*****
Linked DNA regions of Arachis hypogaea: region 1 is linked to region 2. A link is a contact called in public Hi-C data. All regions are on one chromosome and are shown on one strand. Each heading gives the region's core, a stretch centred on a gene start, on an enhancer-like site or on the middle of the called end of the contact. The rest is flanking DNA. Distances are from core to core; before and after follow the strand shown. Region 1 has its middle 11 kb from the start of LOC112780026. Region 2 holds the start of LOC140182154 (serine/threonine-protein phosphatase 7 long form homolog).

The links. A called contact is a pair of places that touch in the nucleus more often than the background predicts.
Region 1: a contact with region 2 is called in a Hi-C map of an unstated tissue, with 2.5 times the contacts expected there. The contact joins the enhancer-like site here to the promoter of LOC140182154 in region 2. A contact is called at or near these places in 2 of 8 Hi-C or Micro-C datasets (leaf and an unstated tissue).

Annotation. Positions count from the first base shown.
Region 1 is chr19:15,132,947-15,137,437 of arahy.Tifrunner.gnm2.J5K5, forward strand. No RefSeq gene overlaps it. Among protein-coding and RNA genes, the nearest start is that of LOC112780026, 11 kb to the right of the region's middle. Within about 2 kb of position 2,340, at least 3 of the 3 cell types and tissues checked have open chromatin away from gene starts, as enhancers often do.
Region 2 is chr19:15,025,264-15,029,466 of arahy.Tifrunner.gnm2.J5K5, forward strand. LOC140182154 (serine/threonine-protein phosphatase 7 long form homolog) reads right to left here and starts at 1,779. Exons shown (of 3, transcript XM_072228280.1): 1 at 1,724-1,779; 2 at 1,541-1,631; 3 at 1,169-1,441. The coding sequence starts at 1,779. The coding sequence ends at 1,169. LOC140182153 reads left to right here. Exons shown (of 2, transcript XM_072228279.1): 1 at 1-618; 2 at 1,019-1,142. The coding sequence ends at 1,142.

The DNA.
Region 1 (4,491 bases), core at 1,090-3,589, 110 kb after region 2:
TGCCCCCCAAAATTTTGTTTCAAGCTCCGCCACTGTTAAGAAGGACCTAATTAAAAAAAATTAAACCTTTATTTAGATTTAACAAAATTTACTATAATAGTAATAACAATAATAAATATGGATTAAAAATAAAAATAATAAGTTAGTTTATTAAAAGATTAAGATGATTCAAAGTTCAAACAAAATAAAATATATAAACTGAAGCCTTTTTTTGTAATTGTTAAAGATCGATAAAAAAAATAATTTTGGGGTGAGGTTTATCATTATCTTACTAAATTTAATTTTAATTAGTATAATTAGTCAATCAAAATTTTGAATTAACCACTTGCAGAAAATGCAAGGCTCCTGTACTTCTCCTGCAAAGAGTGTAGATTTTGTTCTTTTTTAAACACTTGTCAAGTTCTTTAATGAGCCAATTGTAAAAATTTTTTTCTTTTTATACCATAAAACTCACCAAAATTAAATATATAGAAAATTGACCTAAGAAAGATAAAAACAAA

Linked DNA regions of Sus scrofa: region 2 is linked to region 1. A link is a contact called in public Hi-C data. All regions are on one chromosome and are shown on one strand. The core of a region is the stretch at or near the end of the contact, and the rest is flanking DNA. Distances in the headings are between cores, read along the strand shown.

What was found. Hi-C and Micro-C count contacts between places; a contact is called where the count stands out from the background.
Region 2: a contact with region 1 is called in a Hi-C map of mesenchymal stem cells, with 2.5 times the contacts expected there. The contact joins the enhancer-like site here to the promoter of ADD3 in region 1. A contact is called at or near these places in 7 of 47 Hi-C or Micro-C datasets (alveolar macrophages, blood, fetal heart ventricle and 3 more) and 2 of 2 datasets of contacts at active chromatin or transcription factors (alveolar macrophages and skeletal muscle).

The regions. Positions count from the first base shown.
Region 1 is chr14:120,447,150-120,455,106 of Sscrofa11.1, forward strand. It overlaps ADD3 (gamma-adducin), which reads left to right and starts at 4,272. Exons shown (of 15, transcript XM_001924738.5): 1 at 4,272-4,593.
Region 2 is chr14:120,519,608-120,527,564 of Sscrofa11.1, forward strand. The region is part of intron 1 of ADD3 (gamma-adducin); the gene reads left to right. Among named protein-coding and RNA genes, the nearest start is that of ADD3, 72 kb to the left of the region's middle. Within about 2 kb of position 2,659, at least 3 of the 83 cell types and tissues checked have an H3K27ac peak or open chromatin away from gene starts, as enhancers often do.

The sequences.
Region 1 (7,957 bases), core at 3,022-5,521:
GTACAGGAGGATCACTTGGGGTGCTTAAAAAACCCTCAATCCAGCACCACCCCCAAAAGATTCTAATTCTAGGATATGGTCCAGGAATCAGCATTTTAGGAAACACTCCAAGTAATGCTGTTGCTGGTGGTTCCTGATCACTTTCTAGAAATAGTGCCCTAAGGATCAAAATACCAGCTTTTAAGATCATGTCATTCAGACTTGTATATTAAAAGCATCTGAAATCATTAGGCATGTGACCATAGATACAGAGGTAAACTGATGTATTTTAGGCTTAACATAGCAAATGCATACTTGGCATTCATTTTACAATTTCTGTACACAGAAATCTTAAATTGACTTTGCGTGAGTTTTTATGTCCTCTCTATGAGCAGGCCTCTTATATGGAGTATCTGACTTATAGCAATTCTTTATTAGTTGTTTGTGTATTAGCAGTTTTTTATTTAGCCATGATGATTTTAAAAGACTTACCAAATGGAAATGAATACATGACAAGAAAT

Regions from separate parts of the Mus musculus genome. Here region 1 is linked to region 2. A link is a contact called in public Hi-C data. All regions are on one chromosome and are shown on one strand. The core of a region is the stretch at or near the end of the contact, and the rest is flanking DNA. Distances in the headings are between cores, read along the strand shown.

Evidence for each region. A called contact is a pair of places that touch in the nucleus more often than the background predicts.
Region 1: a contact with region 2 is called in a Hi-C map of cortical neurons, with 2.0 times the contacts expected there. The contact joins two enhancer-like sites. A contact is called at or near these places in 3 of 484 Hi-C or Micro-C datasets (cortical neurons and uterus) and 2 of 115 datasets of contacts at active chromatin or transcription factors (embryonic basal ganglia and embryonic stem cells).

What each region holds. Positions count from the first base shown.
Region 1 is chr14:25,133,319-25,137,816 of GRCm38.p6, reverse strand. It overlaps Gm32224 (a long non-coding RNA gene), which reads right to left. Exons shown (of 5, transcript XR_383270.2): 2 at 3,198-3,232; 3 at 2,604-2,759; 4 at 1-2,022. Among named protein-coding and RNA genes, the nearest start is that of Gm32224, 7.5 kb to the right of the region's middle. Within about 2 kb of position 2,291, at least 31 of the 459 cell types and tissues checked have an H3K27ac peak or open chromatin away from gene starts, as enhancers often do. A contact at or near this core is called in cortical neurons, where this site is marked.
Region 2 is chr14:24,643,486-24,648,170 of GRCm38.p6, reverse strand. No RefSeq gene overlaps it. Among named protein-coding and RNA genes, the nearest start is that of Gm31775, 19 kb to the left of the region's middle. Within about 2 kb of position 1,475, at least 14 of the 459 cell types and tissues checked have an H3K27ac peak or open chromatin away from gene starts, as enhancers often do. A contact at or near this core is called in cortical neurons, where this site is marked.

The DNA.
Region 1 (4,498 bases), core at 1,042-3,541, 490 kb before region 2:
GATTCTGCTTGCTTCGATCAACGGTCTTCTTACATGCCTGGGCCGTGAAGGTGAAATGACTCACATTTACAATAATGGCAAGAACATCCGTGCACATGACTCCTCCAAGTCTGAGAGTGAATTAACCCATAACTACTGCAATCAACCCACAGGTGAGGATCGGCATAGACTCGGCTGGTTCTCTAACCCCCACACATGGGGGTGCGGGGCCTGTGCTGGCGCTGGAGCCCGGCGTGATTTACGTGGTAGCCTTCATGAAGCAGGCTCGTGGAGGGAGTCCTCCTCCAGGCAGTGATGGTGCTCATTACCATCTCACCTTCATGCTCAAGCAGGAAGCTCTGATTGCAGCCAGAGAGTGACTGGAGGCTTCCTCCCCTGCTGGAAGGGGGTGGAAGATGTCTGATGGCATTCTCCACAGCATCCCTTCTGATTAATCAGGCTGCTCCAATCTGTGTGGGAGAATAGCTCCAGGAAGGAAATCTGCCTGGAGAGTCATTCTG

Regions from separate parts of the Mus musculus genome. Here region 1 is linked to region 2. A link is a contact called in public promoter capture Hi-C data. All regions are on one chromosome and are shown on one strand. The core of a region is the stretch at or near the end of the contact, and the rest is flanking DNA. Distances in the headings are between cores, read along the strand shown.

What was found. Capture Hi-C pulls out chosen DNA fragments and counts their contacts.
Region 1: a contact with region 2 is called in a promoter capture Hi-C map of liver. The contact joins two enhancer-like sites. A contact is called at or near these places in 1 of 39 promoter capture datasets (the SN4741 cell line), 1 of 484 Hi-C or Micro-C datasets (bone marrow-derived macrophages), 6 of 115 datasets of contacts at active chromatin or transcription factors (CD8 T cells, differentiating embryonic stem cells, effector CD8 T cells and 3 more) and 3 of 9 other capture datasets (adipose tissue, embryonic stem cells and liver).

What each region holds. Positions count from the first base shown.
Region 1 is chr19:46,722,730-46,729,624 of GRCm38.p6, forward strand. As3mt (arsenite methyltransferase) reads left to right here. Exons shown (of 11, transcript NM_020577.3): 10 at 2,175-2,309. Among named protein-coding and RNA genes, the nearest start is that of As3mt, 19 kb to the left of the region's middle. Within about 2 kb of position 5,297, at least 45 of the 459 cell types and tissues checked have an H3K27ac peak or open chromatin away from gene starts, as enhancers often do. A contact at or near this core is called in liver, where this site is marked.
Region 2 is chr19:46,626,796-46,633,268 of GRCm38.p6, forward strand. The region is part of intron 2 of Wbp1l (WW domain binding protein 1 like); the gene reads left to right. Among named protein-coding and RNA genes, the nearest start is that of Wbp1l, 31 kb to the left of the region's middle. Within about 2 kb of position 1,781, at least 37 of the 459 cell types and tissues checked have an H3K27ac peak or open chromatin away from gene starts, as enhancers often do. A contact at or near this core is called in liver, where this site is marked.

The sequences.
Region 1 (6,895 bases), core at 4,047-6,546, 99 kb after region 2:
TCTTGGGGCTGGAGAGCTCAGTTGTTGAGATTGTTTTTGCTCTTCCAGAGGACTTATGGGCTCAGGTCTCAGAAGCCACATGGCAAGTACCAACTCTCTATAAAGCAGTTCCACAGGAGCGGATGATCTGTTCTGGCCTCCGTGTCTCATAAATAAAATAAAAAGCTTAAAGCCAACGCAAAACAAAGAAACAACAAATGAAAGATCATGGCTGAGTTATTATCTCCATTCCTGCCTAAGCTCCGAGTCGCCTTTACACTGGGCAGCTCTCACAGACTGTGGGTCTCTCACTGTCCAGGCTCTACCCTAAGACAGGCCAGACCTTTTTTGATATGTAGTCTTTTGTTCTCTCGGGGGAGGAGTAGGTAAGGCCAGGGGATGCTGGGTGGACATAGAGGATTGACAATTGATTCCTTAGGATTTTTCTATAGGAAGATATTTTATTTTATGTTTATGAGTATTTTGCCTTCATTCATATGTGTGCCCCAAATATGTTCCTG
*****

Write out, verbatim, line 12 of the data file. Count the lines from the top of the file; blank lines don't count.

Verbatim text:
Region 2: a contact with region 1 is called in a Hi-C map of mesenchymal stem cells, with 2.5 times the contacts expected there. The contact joins the enhancer-like site here to the promoter of ADD3 in region 1. A contact is called at or near these places in 7 of 47 Hi-C or Micro-C datasets (alveolar macrophages, blood, fetal heart ventricle and 3 more) and 2 of 2 datasets of contacts at active chromatin or transcription factors (alveolar macrophages and skeletal muscle).